Sep 2, 2010

Ukuleles, Sweetness, Stephen Dunn, Frances Darwin Cornford, e.e. cummings.

Here is one by Stephen Dunn that might fit the theme or mood of the videos below.

Sweetness by Stephen Dunn : Poetry Magazine [poem/magazine] : Find Poems and Poets. Discover Poetry.

I had no idea what was possible on the uke. Don't tell Gothpunkuncle, but I thought of it as a toy guitar. I confess.

If you look at the James Hill video, there is, as usual, a column of promising ukulele clips down the right side of the page at YouTube.

The clip is about 5 minutes. If you're short on time, you might scoot forward to about the 1:30 mark for the remarkable stuff.

YouTube - James Hill - One Note Samba

But for sheer delight, for complete bunny-hood, I still have to crown the happy little strummer from last March 30:

YouTube - I'm Yours(ukulele)

After that, Stephen Dunn, or even a lighter, feel-good poem might seem too heavy, but I'll offer one in case you missed "The Guitarist Tunes Up" from last Valentine's Day. It's written by the granddaughter of Charles Darwin, so I presume there's a survival motif if we look really hard:

The Guitarist Tunes Up by Frances Darwin Cornford

Upon hearing ukuleles and seeing Ukulele Boy's animation and face in the video, I also think of these lines from e.e. cummings' poems 53 and 54, posted here last May 13:

may my heart always be open to little
birds who are the secrets of living
whatever they sing is better than to know
and if men should not hear them men are old
. . . . . . . . . . . . . . . . . . . . . . . . . . . . . . . . .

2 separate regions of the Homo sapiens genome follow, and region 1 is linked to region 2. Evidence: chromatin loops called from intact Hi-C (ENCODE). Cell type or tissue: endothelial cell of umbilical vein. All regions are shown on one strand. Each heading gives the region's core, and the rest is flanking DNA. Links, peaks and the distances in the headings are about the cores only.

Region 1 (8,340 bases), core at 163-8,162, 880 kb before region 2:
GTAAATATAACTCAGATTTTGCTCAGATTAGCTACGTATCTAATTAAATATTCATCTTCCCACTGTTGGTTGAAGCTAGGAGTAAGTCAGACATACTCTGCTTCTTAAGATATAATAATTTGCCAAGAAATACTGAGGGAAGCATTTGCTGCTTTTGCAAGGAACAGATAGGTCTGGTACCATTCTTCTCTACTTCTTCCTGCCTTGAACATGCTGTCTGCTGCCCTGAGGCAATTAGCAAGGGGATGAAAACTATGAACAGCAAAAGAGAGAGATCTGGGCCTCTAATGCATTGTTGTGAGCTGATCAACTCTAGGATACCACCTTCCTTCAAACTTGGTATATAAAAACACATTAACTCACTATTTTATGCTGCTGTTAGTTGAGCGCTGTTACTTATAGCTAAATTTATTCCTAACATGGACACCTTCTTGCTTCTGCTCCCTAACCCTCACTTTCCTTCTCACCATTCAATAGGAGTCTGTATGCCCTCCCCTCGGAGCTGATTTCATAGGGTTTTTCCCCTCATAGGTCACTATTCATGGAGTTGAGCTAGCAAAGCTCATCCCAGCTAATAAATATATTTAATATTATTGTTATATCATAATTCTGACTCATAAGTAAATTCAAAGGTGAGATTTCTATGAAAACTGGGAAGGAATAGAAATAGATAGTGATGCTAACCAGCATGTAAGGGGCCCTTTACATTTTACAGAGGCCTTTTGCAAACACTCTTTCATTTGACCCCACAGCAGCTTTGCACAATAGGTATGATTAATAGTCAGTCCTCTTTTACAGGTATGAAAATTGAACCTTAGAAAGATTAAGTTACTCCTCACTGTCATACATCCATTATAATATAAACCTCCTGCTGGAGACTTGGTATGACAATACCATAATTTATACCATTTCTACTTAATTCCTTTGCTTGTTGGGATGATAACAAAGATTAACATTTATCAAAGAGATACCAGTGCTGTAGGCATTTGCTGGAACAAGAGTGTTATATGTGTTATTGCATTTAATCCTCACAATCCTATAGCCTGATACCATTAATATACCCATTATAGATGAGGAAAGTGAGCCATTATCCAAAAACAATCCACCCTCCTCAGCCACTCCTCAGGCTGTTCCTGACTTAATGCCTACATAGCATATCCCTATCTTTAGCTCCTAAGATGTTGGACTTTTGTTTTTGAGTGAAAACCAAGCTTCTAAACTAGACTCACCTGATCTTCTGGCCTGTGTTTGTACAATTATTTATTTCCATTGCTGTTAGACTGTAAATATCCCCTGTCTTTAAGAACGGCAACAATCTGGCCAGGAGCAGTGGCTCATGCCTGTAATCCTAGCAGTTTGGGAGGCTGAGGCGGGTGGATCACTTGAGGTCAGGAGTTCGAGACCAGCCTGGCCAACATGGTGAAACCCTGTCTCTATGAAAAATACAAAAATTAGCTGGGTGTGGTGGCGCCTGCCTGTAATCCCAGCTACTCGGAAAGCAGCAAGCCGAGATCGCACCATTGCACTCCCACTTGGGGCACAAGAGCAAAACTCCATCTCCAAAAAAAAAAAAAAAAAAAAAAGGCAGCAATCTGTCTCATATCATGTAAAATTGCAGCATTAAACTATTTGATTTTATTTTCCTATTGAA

there's never been quite such a fool who could fail
pulling all the sky over him with one smile

you shall above all things be glad and young
For if you're young,whatever life you wear

it will become you;and if you are glad
whatever's living will yourself become.
. . . . . . . . . . . . . . . . . . . . . . . . . . . . . . . .

I'd rather learn from one bird how to sing
than teach ten thousand stars how not to dance



Pasadena Adjacent said...

So strange you should bring up ukuleles. I recently found a photo of my father playing the Uke (it's in my first post of artist Eugene Savage) and became intrigued by the instrument. I've been downloading u-tube tutorials and looking into purchasing one. I'm going to ask Mixed Meters guy David Ocher for pointers.

Dunn's poem was powerful... especially the first line.

Jean Spitzer said...

I got hijacked by the James Hill video; segued from that to him playing Miserlou, and then to him playing ukulele with a chopstick!

have to come back later to explore the rest

Banjo52 said...

PA, I'm also partial to this:

"one more maniac
with a perfect reason . . . "

Jean, in "your" J.H. chopstick video, did you see his mouth moving as he played the first minute or so? As if he were chewing the song . . . . We are weird organisms. Old news, new example?

Anonymous said...

This, oh this:

you shall above all things be glad and young
For if you're young,whatever life you wear
it will become you;and if you are glad
whatever's living will yourself become.

Someday, let's talk about the word glad. It's one of my favorites. It has such a slap on the back, yo buddy sort of a feel. It's a wide grin without guile.